Italy, which is one of Europe’s biggest economies and a member of the Eurozone, is about to be engulfed in a debt crisis, with no apparent way out.
Normally the European Union would be focused on trying to fix the current problems in the Italian economy in order to help stabilize it. However, Europe is currently spending much of its time and resources to resolving Brexit. Therefore, the Italian crisis is being mostly ignored.
The Italian Government
The Italian government is ready to blame Europe for the crisis, and part of their plan is to tell voters that they aren’t looking to leave the Eurozone. However, the Eurozone is pushing Italy out. It is possible that Italy will leave the EU while blaming the Eurocrats for the situation, as they were unwilling to address their financial situation.
Effect On The Global Economy
When a debt crisis hits Italy, it is almost guaranteed to affect the EU as well as financial markets worldwide.
According to some seasoned financial experts, the current debt crisis that is about to hit Italy looks the same as the Greek crisis, which hit nearly a decade ago. But this time, the impact would be greater as Italy’s economy is about 10 times bigger than Greece's economy.
The Italian Debt Crisis
The projected financial crisis that is about to hit Italy is due to the country’s ever-increasing debt to GDP ratio. In fact, in 2018 this number reached 132%, which is disastrous. This ratio is projected to reach 140% by 2020, as the IMF has predicted in its recently published research.
When we take a brief look at the history of the Italian economy, we can see that the last two times the country defaulted on external debt was after WWI and in 1940. Right now, Italy is fourth worldwide in terms of its external debt ratio, right behind the US, Japan, and China. But these countries are able to manage their debt more wisely. Unfortunately, Italy can’t simply step out of this debt crisis without hurting other economies, mostly due to its relationship with the EU and the Euro.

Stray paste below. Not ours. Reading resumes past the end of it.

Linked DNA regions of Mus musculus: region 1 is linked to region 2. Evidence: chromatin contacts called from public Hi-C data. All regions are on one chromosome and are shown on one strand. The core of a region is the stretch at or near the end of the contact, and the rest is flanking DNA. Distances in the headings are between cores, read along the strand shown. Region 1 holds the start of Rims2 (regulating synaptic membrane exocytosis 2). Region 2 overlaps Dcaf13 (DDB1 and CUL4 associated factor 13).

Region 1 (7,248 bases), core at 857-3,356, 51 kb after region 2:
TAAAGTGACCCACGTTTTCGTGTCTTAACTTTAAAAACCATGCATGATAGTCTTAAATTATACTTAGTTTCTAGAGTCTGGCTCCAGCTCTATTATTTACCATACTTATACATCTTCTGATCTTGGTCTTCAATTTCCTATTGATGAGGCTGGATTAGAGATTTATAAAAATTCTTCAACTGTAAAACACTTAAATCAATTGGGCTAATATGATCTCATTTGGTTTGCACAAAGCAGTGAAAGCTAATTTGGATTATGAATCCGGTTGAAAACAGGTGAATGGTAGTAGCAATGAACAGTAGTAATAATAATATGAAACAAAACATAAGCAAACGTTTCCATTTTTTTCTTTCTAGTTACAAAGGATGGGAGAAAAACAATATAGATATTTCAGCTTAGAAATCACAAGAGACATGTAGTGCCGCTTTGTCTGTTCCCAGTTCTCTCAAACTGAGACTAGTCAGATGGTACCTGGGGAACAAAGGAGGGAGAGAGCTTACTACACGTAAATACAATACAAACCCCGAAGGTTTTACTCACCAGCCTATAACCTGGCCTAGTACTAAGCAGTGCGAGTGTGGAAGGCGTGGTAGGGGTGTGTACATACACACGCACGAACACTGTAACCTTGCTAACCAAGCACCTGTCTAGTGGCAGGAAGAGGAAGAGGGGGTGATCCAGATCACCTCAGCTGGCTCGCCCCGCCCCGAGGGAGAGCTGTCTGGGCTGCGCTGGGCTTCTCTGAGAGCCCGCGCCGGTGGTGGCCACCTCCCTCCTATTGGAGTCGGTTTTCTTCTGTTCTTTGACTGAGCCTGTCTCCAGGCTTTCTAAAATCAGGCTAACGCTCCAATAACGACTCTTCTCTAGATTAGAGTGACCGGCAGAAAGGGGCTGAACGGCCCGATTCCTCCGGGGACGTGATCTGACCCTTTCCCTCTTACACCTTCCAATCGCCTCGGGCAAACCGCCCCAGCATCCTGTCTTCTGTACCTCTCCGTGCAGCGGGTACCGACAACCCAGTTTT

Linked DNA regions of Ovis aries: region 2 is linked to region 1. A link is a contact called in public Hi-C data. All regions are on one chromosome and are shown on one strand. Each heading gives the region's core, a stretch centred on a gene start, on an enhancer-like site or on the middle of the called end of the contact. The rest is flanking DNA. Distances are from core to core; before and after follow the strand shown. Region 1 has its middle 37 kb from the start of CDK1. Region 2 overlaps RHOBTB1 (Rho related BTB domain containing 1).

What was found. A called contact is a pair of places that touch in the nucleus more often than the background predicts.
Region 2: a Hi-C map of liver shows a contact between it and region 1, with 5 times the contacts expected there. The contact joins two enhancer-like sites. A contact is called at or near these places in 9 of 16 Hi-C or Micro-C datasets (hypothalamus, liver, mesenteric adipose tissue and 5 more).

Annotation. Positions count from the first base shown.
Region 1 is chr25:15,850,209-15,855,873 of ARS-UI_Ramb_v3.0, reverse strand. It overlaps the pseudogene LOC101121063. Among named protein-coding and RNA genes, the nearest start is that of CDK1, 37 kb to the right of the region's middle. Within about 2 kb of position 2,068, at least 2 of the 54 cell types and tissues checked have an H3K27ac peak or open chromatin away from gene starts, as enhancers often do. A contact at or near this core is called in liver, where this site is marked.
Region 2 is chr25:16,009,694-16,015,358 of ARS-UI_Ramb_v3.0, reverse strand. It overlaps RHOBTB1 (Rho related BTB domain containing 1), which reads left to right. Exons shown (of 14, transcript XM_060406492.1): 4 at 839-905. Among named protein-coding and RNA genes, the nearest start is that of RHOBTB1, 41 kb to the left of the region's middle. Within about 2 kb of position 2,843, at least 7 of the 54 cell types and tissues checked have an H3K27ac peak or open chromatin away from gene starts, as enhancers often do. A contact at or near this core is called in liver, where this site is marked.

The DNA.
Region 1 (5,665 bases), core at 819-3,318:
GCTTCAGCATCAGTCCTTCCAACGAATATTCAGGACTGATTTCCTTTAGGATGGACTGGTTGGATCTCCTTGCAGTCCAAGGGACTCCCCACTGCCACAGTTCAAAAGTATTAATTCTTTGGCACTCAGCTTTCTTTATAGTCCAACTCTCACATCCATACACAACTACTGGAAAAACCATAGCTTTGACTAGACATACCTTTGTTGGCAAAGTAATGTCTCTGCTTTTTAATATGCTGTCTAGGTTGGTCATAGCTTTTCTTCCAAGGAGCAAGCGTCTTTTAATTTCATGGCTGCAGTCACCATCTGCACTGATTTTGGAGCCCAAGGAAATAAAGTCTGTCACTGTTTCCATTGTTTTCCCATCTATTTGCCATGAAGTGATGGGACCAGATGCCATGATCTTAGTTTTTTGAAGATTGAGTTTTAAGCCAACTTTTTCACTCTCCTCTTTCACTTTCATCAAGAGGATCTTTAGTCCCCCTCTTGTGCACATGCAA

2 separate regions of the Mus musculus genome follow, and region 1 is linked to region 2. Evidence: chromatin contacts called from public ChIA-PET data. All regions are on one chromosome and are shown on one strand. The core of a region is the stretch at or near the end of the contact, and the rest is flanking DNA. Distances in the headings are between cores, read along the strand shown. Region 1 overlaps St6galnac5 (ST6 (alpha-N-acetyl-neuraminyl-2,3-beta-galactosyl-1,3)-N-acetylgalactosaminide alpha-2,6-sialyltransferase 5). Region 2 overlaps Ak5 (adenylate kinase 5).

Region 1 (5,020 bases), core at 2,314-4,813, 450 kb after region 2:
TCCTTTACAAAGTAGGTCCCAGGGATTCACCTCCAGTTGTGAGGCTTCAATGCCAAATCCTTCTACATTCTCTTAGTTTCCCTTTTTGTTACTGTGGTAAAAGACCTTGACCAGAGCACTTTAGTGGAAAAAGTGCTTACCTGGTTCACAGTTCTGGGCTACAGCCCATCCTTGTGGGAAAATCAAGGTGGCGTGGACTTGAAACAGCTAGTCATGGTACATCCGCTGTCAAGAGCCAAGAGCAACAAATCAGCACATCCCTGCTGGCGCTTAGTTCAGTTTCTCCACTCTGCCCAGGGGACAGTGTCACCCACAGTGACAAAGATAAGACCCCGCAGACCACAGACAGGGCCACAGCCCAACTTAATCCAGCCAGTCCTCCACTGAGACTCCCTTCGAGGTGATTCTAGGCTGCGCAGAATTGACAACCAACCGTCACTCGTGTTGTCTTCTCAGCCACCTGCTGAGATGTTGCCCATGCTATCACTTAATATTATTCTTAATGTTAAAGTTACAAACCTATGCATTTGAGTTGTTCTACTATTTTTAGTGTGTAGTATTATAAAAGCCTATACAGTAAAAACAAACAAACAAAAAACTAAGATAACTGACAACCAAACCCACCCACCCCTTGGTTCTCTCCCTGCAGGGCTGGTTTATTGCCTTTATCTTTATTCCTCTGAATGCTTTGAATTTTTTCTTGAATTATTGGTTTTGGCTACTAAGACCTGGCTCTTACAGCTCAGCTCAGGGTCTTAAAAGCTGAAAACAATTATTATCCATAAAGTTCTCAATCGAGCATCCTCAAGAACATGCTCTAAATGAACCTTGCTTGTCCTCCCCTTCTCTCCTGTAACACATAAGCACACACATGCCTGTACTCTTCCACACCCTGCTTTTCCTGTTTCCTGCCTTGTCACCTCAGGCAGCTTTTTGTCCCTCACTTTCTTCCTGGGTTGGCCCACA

What Are The Options For Italy?
Just like all the other countries weighed down in external debt, Italy too has three options. Here is a brief look at all three of them.
Generally, counties with external debt can easily get out of their debt by accelerating their economic growth up to a level that allows them to generate revenue and pay off their debt. For Italy, this is nearly impossible to achieve. The average speed of economic growth in Italy has been just under 0.4% since 1999, with the economy expanding at a rate of 1.5% per year since then. This was when all of the world’s economies were experiencing rapid growth.
For Italy to get out of their external debt dilemma, the country would have to grow its economy at a pace of 0.7% per year, while maintaining overall growth at 1.3% per annum or greater. Growing this fast is almost impossible for Italy. For now, this is not a viable option.
The second option for the government could be saving more, and generating more revenue to avoid taking additional bailouts, while paying the current debt back slowly over time to get out of this cycle. This is also unlikely to work for Italy.
The third and the most obvious option for Italy is to create more inflation and use inflation to start paying back debts. But unfortunately, because Italy is still a part of the Eurozone, they can’t control inflation. And the ECB won’t allow it either. At the moment, there appears to be no way to mitigate this impending crisis for Italy.